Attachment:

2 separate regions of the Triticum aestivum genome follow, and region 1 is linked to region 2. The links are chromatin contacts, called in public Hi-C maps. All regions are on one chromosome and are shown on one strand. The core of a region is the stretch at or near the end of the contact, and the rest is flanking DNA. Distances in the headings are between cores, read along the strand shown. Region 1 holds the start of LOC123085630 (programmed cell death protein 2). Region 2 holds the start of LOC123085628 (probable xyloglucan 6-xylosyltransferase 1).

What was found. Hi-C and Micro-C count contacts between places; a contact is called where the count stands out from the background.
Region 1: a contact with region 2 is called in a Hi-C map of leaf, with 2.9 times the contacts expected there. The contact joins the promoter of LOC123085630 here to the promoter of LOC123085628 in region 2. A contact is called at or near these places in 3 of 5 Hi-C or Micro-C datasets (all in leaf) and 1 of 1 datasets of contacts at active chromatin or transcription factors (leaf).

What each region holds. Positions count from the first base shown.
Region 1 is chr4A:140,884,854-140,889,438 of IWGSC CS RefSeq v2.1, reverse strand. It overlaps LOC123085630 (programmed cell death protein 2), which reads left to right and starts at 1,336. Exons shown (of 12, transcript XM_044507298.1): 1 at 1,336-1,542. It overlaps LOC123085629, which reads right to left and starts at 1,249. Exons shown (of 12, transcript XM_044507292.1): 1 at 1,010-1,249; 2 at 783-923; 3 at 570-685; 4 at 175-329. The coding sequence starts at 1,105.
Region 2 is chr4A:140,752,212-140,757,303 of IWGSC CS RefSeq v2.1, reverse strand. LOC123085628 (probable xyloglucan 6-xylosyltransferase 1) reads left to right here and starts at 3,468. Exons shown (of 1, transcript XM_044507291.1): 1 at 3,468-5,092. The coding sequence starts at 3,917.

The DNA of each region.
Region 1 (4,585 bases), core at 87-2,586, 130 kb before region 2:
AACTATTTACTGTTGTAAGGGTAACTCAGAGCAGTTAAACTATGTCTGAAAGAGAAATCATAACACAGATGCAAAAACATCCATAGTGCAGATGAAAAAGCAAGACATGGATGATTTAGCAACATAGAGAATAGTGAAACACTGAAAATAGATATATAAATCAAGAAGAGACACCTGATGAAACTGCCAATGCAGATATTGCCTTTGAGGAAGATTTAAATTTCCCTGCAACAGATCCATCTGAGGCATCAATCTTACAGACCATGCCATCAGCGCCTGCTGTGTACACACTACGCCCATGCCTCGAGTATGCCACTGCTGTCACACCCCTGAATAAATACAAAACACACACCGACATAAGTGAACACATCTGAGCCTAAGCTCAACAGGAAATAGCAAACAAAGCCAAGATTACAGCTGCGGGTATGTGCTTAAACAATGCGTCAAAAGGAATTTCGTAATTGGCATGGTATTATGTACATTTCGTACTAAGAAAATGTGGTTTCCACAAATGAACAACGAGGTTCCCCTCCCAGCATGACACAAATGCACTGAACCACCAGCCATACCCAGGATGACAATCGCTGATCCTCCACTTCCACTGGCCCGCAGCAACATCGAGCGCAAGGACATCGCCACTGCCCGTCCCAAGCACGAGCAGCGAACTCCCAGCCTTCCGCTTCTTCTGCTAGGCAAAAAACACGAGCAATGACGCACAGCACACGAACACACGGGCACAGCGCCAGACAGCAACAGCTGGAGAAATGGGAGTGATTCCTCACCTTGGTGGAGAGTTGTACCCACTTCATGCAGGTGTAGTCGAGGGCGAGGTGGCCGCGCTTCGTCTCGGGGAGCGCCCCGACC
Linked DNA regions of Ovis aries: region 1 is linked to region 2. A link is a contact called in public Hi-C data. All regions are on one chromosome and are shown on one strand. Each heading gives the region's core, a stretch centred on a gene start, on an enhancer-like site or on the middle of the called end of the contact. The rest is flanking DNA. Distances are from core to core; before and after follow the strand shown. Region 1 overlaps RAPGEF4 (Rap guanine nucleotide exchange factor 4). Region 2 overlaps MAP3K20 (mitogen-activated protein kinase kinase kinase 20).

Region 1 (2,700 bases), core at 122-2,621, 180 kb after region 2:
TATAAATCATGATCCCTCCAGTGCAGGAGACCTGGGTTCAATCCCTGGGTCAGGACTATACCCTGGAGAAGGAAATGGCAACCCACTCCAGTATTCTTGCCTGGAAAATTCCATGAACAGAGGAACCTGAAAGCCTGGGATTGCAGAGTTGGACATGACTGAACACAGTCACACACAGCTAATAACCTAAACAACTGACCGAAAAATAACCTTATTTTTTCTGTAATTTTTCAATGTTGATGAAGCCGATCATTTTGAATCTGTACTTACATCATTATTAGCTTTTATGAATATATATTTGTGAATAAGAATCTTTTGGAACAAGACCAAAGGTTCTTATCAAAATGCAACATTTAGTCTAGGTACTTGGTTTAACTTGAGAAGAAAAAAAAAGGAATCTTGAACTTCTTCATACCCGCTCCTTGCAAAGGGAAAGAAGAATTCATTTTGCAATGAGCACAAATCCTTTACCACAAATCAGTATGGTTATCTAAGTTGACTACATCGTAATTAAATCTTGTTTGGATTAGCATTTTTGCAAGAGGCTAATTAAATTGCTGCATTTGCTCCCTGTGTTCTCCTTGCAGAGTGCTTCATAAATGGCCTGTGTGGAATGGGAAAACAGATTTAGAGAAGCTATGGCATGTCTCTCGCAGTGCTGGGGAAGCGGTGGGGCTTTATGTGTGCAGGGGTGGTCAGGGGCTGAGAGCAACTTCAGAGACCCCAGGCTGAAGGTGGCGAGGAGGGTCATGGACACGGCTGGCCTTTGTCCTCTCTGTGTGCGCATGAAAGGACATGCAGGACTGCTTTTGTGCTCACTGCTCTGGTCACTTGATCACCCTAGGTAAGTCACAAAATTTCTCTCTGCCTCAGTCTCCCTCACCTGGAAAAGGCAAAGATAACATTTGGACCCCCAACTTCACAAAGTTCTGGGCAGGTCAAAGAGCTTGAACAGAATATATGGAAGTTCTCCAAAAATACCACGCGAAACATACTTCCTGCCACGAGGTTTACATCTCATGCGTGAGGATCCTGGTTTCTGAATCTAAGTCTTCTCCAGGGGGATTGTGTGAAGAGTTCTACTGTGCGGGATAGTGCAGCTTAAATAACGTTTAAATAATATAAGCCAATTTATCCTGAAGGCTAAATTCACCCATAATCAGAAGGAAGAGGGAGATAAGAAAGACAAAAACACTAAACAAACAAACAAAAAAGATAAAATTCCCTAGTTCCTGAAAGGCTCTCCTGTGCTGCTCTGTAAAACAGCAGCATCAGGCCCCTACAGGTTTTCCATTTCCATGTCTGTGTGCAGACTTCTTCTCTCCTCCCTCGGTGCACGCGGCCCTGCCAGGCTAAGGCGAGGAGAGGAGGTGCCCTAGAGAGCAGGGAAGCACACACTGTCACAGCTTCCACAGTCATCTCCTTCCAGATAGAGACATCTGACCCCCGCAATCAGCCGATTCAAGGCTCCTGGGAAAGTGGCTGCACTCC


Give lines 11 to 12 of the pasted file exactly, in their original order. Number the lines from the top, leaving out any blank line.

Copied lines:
Region 1 (2,700 bases), core at 122-2,621, 180 kb after region 2:
TATAAATCATGATCCCTCCAGTGCAGGAGACCTGGGTTCAATCCCTGGGTCAGGACTATACCCTGGAGAAGGAAATGGCAACCCACTCCAGTATTCTTGCCTGGAAAATTCCATGAACAGAGGAACCTGAAAGCCTGGGATTGCAGAGTTGGACATGACTGAACACAGTCACACACAGCTAATAACCTAAACAACTGACCGAAAAATAACCTTATTTTTTCTGTAATTTTTCAATGTTGATGAAGCCGATCATTTTGAATCTGTACTTACATCATTATTAGCTTTTATGAATATATATTTGTGAATAAGAATCTTTTGGAACAAGACCAAAGGTTCTTATCAAAATGCAACATTTAGTCTAGGTACTTGGTTTAACTTGAGAAGAAAAAAAAAGGAATCTTGAACTTCTTCATACCCGCTCCTTGCAAAGGGAAAGAAGAATTCATTTTGCAATGAGCACAAATCCTTTACCACAAATCAGTATGGTTATCTAAGTTGACTACATCGTAATTAAATCTTGTTTGGATTAGCATTTTTGCAAGAGGCTAATTAAATTGCTGCATTTGCTCCCTGTGTTCTCCTTGCAGAGTGCTTCATAAATGGCCTGTGTGGAATGGGAAAACAGATTTAGAGAAGCTATGGCATGTCTCTCGCAGTGCTGGGGAAGCGGTGGGGCTTTATGTGTGCAGGGGTGGTCAGGGGCTGAGAGCAACTTCAGAGACCCCAGGCTGAAGGTGGCGAGGAGGGTCATGGACACGGCTGGCCTTTGTCCTCTCTGTGTGCGCATGAAAGGACATGCAGGACTGCTTTTGTGCTCACTGCTCTGGTCACTTGATCACCCTAGGTAAGTCACAAAATTTCTCTCTGCCTCAGTCTCCCTCACCTGGAAAAGGCAAAGATAACATTTGGACCCCCAACTTCACAAAGTTCTGGGCAGGTCAAAGAGCTTGAACAGAATATATGGAAGTTCTCCAAAAATACCACGCGAAACATACTTCCTGCCACGAGGTTTACATCTCATGCGTGAGGATCCTGGTTTCTGAATCTAAGTCTTCTCCAGGGGGATTGTGTGAAGAGTTCTACTGTGCGGGATAGTGCAGCTTAAATAACGTTTAAATAATATAAGCCAATTTATCCTGAAGGCTAAATTCACCCATAATCAGAAGGAAGAGGGAGATAAGAAAGACAAAAACACTAAACAAACAAACAAAAAAGATAAAATTCCCTAGTTCCTGAAAGGCTCTCCTGTGCTGCTCTGTAAAACAGCAGCATCAGGCCCCTACAGGTTTTCCATTTCCATGTCTGTGTGCAGACTTCTTCTCTCCTCCCTCGGTGCACGCGGCCCTGCCAGGCTAAGGCGAGGAGAGGAGGTGCCCTAGAGAGCAGGGAAGCACACACTGTCACAGCTTCCACAGTCATCTCCTTCCAGATAGAGACATCTGACCCCCGCAATCAGCCGATTCAAGGCTCCTGGGAAAGTGGCTGCACTCC